That was a core theme, and perhaps why it's worse at Parklea, in terms as a private operator it's a bit hands off from the state government, it's harder to get information and there's a lack of transparency and health services aren't necessarily up to the same level as in public prisons. 

 

RUBY: 

We’ll be back in a moment.

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RUBY:

Denham... Who is responsible for this outbreak? As you’ve said, Parklea is a private prison, but obviously it has to abide by the New South Wales government's regulations. So who is culpable and how is this likely to play out? 

 

DENHAM:

It's another one that's made a lot trickier by it being privatised, but it still all does come back to the state government. These are people that meant to be under the care of the state government, even if they've outsourced some of that job.

 

There are a number of enquiries going on, there's an independent inspector of custodial services and they've launched an enquiry into the Covid response in general in prisons, but that will obviously focus on Parklea.

 

It does come back to the private company and obviously, whether these companies, they have in their contracts, there’s elements, they get fined if someone loses their life in prison, if someone escapes, things like that, we don't really know the details of that because they're often redacted. 

 

But you'd imagine there might be some consequences for the prison depending on what these enquiries find out. And there is precedent in other states to kind of take these prisoners back into state control. But it's obviously very early to say whether anything like that will happen.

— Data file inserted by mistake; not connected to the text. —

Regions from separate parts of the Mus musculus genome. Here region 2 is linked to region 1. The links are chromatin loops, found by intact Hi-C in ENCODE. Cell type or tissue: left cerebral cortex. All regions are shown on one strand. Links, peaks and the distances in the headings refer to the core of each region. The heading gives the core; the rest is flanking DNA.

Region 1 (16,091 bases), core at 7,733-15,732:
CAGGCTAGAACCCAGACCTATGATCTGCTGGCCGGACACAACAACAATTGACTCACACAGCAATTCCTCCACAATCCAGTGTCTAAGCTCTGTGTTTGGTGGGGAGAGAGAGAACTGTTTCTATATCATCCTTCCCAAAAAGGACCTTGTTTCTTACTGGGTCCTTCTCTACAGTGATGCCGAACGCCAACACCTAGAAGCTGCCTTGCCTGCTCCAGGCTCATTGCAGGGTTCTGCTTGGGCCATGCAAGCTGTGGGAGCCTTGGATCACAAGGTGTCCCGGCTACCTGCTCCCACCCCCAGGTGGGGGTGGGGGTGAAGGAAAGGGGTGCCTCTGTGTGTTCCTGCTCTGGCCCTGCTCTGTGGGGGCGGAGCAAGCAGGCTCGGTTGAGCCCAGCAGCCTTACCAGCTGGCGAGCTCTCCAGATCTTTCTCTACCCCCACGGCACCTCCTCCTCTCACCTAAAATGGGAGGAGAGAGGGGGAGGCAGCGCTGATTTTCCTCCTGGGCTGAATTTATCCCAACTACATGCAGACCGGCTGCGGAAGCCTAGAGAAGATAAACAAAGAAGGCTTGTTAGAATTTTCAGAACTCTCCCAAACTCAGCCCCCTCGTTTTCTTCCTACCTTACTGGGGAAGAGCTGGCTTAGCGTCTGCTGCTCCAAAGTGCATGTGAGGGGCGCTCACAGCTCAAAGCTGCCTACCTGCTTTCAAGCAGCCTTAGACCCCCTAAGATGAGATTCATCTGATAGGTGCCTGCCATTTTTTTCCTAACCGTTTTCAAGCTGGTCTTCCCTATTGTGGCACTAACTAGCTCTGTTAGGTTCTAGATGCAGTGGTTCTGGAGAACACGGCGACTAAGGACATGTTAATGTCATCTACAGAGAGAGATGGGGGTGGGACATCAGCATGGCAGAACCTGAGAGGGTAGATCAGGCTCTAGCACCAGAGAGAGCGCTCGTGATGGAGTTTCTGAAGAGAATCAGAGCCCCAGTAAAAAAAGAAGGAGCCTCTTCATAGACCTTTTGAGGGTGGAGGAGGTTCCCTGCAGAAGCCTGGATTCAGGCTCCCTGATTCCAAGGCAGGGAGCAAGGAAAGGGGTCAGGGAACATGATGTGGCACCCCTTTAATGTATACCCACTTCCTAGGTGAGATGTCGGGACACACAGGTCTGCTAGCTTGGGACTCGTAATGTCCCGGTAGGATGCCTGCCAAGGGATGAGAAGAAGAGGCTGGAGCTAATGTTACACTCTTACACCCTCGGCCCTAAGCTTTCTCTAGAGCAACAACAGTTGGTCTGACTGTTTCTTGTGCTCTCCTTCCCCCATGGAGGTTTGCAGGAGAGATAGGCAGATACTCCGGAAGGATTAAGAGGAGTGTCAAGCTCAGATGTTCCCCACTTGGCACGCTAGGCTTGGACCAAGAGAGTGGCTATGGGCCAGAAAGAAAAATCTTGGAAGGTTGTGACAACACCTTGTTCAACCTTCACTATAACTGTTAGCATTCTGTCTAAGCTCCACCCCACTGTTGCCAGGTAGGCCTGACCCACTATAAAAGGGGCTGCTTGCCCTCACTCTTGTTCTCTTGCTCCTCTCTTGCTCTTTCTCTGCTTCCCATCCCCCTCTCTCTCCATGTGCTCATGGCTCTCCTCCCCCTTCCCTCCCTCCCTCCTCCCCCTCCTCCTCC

So I think that that's another concern amongst the family members: who is held to account when this stuff happens in a privately run facility and who's able to kind of step in and help the situation now? Because these enquiries might get answers, but they're not going to help the people that are still in there now with Covid raging inside there. 


 

RUBY:

Mm and Denham, going right back to the beginning of the pandemic, there were warnings about what might happen if Covid-19 entered the prison system. There were concerns about how it might spread in crowded jails, and that inmates wouldn't be able to protect themselves because they wouldn't be able to socially distance and that kind of thing. Given that we're now more than 18 months into the pandemic, did Parklea prison just miss the opportunity to put things in place to prevent this from happening? Could it have been avoided? 

 

DENHAM:

I think it's pretty safe to say that all prisons have missed an opportunity in Australia to be prepared for this, it's just happening at Parklea at the moment. But we've known since the start of the pandemic, more than 18 months ago, that prisons are one of the really top at risk areas for a Covid outbreak. In terms of a lack of hygiene, there's no ability to socially distance, and in terms of the people that are put in these prisons are much more likely to be vulnerable to the virus as well.

 

And in terms of vaccination rates, we know that the prison and prison staff were included in phase 1b of the rollout, which kicked off in March. But we also know that there wasn't any real rush to vaccinate these facilities. And there's been big issues around access to vaccines. 

 

It's been reported that vaccines that are meant to go to Parklea prison where the outbreak was, have actually gotten diverted to the high schools in New South Wales when that happened last month. And a lot of the family members I spoke to said their loved ones are more than happy to get vaccinated. 

 

But it's only the last month or so since the outbreak that the prison is going to be ramping up its efforts to get people vaccinated, which is obviously great now. But that's not going to do much to fix this outbreak at the moment. So there were a lot of options. We knew the risk, but nothing had really been done. And that's kind of led to this crisis now.